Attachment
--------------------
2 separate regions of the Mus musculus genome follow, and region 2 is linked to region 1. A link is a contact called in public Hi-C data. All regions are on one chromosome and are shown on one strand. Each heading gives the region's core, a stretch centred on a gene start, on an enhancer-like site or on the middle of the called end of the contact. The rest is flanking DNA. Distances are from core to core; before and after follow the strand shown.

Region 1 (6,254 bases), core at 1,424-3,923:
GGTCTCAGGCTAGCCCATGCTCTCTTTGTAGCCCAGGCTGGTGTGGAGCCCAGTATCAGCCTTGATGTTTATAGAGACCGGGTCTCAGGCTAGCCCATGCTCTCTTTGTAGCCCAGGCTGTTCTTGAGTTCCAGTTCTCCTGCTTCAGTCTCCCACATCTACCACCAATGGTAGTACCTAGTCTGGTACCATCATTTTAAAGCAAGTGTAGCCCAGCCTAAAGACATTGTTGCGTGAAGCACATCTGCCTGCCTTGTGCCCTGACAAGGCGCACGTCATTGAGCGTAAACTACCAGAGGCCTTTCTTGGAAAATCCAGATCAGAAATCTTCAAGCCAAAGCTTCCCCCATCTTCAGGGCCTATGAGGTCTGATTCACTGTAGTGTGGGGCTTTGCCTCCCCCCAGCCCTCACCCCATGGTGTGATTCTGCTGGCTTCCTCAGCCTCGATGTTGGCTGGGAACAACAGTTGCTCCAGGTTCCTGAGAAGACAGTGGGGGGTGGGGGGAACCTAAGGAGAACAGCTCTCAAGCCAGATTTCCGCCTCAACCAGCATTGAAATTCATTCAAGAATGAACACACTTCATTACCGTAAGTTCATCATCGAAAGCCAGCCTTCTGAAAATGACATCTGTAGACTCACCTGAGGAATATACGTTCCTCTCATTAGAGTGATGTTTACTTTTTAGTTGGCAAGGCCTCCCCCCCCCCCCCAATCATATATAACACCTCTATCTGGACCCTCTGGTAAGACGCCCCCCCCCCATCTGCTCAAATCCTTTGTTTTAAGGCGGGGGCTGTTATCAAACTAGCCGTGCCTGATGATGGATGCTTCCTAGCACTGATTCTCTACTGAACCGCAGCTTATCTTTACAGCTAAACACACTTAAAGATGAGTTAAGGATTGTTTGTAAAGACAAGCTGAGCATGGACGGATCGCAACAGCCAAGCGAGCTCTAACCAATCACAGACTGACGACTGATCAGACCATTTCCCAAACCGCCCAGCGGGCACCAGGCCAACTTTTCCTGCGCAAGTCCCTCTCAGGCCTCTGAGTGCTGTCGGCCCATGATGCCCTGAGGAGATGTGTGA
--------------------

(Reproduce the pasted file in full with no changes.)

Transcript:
2 separate regions of the Mus musculus genome follow, and region 2 is linked to region 1. A link is a contact called in public Hi-C data. All regions are on one chromosome and are shown on one strand. Each heading gives the region's core, a stretch centred on a gene start, on an enhancer-like site or on the middle of the called end of the contact. The rest is flanking DNA. Distances are from core to core; before and after follow the strand shown.

Region 1 (6,254 bases), core at 1,424-3,923:
GGTCTCAGGCTAGCCCATGCTCTCTTTGTAGCCCAGGCTGGTGTGGAGCCCAGTATCAGCCTTGATGTTTATAGAGACCGGGTCTCAGGCTAGCCCATGCTCTCTTTGTAGCCCAGGCTGTTCTTGAGTTCCAGTTCTCCTGCTTCAGTCTCCCACATCTACCACCAATGGTAGTACCTAGTCTGGTACCATCATTTTAAAGCAAGTGTAGCCCAGCCTAAAGACATTGTTGCGTGAAGCACATCTGCCTGCCTTGTGCCCTGACAAGGCGCACGTCATTGAGCGTAAACTACCAGAGGCCTTTCTTGGAAAATCCAGATCAGAAATCTTCAAGCCAAAGCTTCCCCCATCTTCAGGGCCTATGAGGTCTGATTCACTGTAGTGTGGGGCTTTGCCTCCCCCCAGCCCTCACCCCATGGTGTGATTCTGCTGGCTTCCTCAGCCTCGATGTTGGCTGGGAACAACAGTTGCTCCAGGTTCCTGAGAAGACAGTGGGGGGTGGGGGGAACCTAAGGAGAACAGCTCTCAAGCCAGATTTCCGCCTCAACCAGCATTGAAATTCATTCAAGAATGAACACACTTCATTACCGTAAGTTCATCATCGAAAGCCAGCCTTCTGAAAATGACATCTGTAGACTCACCTGAGGAATATACGTTCCTCTCATTAGAGTGATGTTTACTTTTTAGTTGGCAAGGCCTCCCCCCCCCCCCCAATCATATATAACACCTCTATCTGGACCCTCTGGTAAGACGCCCCCCCCCCATCTGCTCAAATCCTTTGTTTTAAGGCGGGGGCTGTTATCAAACTAGCCGTGCCTGATGATGGATGCTTCCTAGCACTGATTCTCTACTGAACCGCAGCTTATCTTTACAGCTAAACACACTTAAAGATGAGTTAAGGATTGTTTGTAAAGACAAGCTGAGCATGGACGGATCGCAACAGCCAAGCGAGCTCTAACCAATCACAGACTGACGACTGATCAGACCATTTCCCAAACCGCCCAGCGGGCACCAGGCCAACTTTTCCTGCGCAAGTCCCTCTCAGGCCTCTGAGTGCTGTCGGCCCATGATGCCCTGAGGAGATGTGTGA